Confronting that is I think one of the big questions of the next decade or so.  The scientific understanding of the role of quasi-factual but adaptive “truth”.  Neat times.

Can’t we just chart a course to greater well being [pro-scoaiity] just from intelligent analysis?  Why do we need an un-moved mover?

Yes. You can certainly try. I think you’ll find that the religious dynamics come up as fairly efficient solutions to most any problem.  Does this always entail supernaturalism? No. I think psychology would say it just needs the right amount of quasi-propositional (slightly exaggerated and slightly unbelievable but very memorable) ideas. I take a homeostatic view here.  It isn’t just the individual ideas or meme’s that need the right quasi-propositionality, its probably balanced out with a variety of other things.  Thus you see atheists in Europe having unbelievably high belief levels in ET’s and new age spiritualism.

But yes, intelligent analysis refined by selection would over time produce many of the solutions we now have.  It would probably produce some very good ones we don’t now have. But over time I think, like you do, we’ll have to face the question about what to do to get past the tribal like berries of conventional religion.  Where we [Sam Harris] differ is probably that I think we might still call this product “religion” where you certainly wouldn’t. 

But I also don’t see much fundamental difference between hyper-rational utopianism and some forms of religious belief.  Hence, what I worry about is more the journey than the destination.  Destination zealots, perhaps because of my religious background, always make me worried. I’m sorry I’m worried about you Sam.  Just kidding.  I think we’ll come to a balance between practical and factual truth sometime.  I just don’t think such a resolution will necessarily be kind to everyone’s sacred values.

It is pure hubris (36:00) to think the 7 billion of us here have pushed what is cognitively possible [or cognitive closed doors] to the limit.  [The assumption here is that religion is a closed cognitive door where what is now here is all that you need]

I think there are some mistaken assumptions here.  The God of the Gaps approach my quick solution.  I don’t think we need an unmoved mover. I’m quite content to think of God as a person who went through everything we did and is far ahead of us.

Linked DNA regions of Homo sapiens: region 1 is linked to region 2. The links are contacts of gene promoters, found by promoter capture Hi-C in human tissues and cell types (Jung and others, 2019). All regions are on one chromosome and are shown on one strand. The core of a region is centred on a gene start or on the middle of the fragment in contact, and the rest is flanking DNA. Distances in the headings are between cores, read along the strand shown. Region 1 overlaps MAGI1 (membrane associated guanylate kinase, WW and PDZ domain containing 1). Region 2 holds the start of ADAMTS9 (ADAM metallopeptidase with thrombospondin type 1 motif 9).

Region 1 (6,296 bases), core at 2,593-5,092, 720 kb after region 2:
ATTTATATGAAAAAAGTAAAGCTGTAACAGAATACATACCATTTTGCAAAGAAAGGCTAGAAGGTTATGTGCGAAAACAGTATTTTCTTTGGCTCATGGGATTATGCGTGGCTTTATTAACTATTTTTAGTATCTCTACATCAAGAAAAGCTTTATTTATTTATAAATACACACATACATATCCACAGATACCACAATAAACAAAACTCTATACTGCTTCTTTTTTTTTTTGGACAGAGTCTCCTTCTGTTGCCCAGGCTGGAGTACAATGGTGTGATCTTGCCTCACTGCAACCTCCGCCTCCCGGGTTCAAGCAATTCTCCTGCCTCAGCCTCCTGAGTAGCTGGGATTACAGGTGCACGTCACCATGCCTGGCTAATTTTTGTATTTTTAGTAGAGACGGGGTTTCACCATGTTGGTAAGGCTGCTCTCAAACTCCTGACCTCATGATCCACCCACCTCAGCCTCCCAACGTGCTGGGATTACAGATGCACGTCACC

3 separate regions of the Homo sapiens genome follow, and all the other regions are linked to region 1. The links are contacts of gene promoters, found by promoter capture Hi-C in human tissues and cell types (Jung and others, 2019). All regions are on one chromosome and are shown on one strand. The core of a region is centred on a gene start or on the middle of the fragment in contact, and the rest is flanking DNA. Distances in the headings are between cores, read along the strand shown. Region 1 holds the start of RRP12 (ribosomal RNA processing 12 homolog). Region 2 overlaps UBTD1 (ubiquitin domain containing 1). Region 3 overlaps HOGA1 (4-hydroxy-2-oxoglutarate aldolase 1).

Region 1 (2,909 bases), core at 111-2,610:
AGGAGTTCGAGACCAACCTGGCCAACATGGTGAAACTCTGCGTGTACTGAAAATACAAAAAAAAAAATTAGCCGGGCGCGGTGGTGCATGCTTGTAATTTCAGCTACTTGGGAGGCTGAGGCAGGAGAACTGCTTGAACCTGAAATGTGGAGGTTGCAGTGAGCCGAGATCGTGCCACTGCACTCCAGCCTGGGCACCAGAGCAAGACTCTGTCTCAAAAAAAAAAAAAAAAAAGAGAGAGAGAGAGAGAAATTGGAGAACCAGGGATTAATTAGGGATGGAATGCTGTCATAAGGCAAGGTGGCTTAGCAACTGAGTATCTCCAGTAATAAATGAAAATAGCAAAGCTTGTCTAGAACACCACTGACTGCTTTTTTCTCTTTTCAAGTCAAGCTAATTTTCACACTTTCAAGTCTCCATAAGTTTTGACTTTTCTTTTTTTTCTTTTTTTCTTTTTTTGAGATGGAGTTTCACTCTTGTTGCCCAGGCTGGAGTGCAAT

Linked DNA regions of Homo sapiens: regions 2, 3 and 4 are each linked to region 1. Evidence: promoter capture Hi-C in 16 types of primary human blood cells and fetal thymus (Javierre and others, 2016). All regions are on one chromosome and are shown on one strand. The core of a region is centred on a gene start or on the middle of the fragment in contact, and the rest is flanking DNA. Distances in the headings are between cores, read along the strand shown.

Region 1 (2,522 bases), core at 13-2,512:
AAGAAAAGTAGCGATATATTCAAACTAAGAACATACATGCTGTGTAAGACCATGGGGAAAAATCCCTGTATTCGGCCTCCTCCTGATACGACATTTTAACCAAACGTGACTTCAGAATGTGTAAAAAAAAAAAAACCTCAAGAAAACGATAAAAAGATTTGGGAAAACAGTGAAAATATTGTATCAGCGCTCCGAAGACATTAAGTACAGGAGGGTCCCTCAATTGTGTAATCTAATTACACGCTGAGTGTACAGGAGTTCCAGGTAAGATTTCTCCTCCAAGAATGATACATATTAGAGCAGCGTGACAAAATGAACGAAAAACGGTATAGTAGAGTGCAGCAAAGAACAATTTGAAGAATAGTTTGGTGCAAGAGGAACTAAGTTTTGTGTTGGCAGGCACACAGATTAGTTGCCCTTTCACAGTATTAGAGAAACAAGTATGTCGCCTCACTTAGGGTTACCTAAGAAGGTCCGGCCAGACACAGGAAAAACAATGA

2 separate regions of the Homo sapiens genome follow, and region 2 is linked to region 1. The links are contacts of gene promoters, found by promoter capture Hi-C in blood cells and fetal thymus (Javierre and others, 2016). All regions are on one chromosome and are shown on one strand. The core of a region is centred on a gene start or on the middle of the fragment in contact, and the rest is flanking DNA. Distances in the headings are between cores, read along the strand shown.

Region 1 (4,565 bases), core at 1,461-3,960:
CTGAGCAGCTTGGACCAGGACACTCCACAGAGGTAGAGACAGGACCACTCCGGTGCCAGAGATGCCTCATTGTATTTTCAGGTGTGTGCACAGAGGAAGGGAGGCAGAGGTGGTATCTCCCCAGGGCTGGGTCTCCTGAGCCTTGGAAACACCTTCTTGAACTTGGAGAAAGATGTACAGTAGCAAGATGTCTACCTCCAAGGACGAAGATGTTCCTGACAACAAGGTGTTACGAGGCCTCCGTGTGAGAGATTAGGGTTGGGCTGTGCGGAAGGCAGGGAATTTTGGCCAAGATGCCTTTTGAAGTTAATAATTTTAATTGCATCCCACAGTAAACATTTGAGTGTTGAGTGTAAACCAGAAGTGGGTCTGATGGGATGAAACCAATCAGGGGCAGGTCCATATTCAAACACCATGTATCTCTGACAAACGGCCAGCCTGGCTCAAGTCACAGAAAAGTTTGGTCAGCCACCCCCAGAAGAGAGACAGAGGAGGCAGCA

I think if you take religion and assume that it must be static you’re in trouble too.  The usual answer to this is revelation. But that’s a pretty simple ingenious and deflective answer. I think what fundamentally matters is that the rate of change of beliefs fits adaptive patterns.  Sometimes that can mean some fairly rapid change.  I am a gene-culturist who buys into the fairly extreme position of multi-path inheritance.  I think if you change religion too much and say “hey let’s do atheism and reinvent our moral beliefs based upon some good science” you’re going to get some really nasty things come out of it.  Heck, look at Marxism.  

Science is good at some things. Religion is good at others.  I suspect we’ll see coherence, but I just don’t think our social science is up to the playing field of religion yet.  Look at where we are with inter sectionalism.  I certainly don’t want that pushed as a mandated universal belief system empowered by all these latent religious like intensities people are subject too.  Especially not when those in charge deny the very religious like nature of their movement, making it all too easy to deny the ingrained tendencies that go with it.  I don’t think we need another cycle of religious wars. We did that after Martin Luther.  I don’t think we need to do that again.

But I do hope we get better at the science of religion. For instance, I think its a big shame few people have every grappled in an honest way with Stuart Kauffman’s Beyond Belief book.

Revelation is so limiting because we’re anchoring ourselves to a book that we just know is going to be outdated (37:10)

Yes, fixation can be a problem. But I think it behooves one to ask whether no fixation is also a problem.  Is it?